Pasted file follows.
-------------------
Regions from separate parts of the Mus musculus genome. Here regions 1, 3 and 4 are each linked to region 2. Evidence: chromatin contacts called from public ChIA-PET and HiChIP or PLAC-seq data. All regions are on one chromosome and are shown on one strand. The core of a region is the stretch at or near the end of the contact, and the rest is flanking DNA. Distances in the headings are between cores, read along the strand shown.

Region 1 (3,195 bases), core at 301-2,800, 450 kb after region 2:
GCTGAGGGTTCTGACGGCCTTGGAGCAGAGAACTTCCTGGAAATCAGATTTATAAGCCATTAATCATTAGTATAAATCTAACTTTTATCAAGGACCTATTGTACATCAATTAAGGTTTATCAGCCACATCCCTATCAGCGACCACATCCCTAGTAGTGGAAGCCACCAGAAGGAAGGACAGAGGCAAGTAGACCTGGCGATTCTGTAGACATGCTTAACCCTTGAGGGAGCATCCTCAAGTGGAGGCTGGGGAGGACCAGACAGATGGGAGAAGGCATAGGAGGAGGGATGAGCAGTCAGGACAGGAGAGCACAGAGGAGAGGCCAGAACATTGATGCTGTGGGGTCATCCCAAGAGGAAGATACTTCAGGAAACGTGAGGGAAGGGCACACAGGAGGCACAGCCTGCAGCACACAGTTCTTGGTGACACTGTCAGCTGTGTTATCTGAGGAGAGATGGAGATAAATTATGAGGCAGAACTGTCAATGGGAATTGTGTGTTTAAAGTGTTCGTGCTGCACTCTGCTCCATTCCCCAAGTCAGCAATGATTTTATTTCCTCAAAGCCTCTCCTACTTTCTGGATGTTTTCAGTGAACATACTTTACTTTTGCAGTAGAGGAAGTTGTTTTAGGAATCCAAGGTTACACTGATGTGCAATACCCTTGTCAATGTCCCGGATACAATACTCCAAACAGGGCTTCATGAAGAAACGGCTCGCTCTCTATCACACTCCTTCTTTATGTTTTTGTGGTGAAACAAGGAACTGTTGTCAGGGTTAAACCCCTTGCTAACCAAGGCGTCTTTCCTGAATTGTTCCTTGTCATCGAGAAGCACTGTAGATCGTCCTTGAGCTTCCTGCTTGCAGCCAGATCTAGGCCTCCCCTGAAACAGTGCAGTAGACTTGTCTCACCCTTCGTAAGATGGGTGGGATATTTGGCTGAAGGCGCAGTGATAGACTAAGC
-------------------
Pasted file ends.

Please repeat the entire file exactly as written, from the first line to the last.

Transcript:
Regions from separate parts of the Mus musculus genome. Here regions 1, 3 and 4 are each linked to region 2. Evidence: chromatin contacts called from public ChIA-PET and HiChIP or PLAC-seq data. All regions are on one chromosome and are shown on one strand. The core of a region is the stretch at or near the end of the contact, and the rest is flanking DNA. Distances in the headings are between cores, read along the strand shown.

Region 1 (3,195 bases), core at 301-2,800, 450 kb after region 2:
GCTGAGGGTTCTGACGGCCTTGGAGCAGAGAACTTCCTGGAAATCAGATTTATAAGCCATTAATCATTAGTATAAATCTAACTTTTATCAAGGACCTATTGTACATCAATTAAGGTTTATCAGCCACATCCCTATCAGCGACCACATCCCTAGTAGTGGAAGCCACCAGAAGGAAGGACAGAGGCAAGTAGACCTGGCGATTCTGTAGACATGCTTAACCCTTGAGGGAGCATCCTCAAGTGGAGGCTGGGGAGGACCAGACAGATGGGAGAAGGCATAGGAGGAGGGATGAGCAGTCAGGACAGGAGAGCACAGAGGAGAGGCCAGAACATTGATGCTGTGGGGTCATCCCAAGAGGAAGATACTTCAGGAAACGTGAGGGAAGGGCACACAGGAGGCACAGCCTGCAGCACACAGTTCTTGGTGACACTGTCAGCTGTGTTATCTGAGGAGAGATGGAGATAAATTATGAGGCAGAACTGTCAATGGGAATTGTGTGTTTAAAGTGTTCGTGCTGCACTCTGCTCCATTCCCCAAGTCAGCAATGATTTTATTTCCTCAAAGCCTCTCCTACTTTCTGGATGTTTTCAGTGAACATACTTTACTTTTGCAGTAGAGGAAGTTGTTTTAGGAATCCAAGGTTACACTGATGTGCAATACCCTTGTCAATGTCCCGGATACAATACTCCAAACAGGGCTTCATGAAGAAACGGCTCGCTCTCTATCACACTCCTTCTTTATGTTTTTGTGGTGAAACAAGGAACTGTTGTCAGGGTTAAACCCCTTGCTAACCAAGGCGTCTTTCCTGAATTGTTCCTTGTCATCGAGAAGCACTGTAGATCGTCCTTGAGCTTCCTGCTTGCAGCCAGATCTAGGCCTCCCCTGAAACAGTGCAGTAGACTTGTCTCACCCTTCGTAAGATGGGTGGGATATTTGGCTGAAGGCGCAGTGATAGACTAAGC